9 July 2015

What's faster in a drag race, a Tesla Model S or a Caterham 620R? Seems like a foregone conclusion, doesn't it? Normally yes, but this Model S is the P85D, which has 682bhp 687lb ft of torque on offer. Matt Prior gathers both cars for a very unusual drag race.

Matt Prior

Matt Prior
Title: Editor-at-large

Matt is Autocar’s lead features writer and presenter, is the main face of Autocar’s YouTube channel, presents the My Week In Cars podcast and has written his weekly column, Tester’s Notes, since 2013.

Matt is an automotive engineer who has been writing and talking about cars since 1997. He joined Autocar in 2005 as deputy road test editor, prior to which he was road test editor and world rally editor for Channel 4’s automotive website, 4Car. 

Into all things engineering and automotive from any era, Matt is as comfortable regularly contributing to sibling titles Move Electric and Classic & Sports Car as he is writing for Autocar. He has a racing licence, and some malfunctioning classic cars and motorbikes. 

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Clarkey 9 July 2015

More expensive?

Well in the UK at least the Tesla P85D is cheaper than both the RS7 and the Panamera turbo. Compared with the Porsche, quite a lot cheaper.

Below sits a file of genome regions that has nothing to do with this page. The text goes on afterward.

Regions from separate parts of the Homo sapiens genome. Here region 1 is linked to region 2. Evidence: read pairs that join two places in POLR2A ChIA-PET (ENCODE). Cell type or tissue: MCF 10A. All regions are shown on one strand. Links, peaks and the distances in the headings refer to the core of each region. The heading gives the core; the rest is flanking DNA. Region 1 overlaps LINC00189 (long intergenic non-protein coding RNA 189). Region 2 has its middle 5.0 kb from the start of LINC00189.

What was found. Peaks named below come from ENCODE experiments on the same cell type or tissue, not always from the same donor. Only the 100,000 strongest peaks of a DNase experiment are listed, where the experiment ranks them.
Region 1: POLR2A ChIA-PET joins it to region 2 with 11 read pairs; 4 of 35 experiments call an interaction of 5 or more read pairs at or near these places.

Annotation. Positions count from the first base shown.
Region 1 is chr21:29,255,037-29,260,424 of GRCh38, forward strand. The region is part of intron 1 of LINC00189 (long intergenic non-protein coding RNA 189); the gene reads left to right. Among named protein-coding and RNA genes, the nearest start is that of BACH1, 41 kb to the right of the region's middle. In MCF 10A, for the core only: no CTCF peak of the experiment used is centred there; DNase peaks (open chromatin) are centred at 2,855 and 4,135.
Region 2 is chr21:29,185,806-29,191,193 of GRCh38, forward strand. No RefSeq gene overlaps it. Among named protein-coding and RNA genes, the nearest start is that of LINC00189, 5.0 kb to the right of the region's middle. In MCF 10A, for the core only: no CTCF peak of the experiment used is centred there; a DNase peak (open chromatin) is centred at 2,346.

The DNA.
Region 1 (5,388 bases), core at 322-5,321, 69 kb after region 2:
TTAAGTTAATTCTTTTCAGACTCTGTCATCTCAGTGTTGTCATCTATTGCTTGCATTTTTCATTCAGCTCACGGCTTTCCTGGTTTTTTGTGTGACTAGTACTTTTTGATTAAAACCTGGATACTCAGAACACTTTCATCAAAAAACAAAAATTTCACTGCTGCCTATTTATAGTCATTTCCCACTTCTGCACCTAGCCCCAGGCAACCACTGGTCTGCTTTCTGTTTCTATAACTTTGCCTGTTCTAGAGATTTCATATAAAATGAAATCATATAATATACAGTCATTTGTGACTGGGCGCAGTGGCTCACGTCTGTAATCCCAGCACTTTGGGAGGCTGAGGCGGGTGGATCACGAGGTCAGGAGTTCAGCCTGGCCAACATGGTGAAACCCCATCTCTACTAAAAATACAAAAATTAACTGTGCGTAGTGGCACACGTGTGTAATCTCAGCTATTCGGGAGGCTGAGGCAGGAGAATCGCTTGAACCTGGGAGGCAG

Are you suggesting that high speed driving has caused Tesla batteries to catch fire? Do you have any good evidence to share?

bezor Ta 9 July 2015

Oh, not this again

Tesla is truly a one trick pony. Initial acceleration, that is all, and it loses in all other categories against it's main rivals, be it constant high power driving, cornering, range or refueling/charging time. And price. Even in insane mode it loses in acceleration against cars like Audi RS7 or Porsche Panamera turbo (both AWD), while being more expensive than those cars. You can't drive it at high speed more than a few minutes before it cuts power so the batteries won't catch fire ( as a few did earlier). Car & Driver has tested their long term Tesla and has all these data in their article.

Tesla is the only full size luxury EV on the market and THANKS to it's much higher price compared to other smaller EVs, it has a bigger cabin, more batteries so higher performance and longer range. Not exactly rocket science, is it?

Clarkey 9 July 2015

Oh no, not again

Is there anybody left that might actually be surprised by this?

When Tesla get round to doing a successor to the Roadster I wonder how much that will move the game on?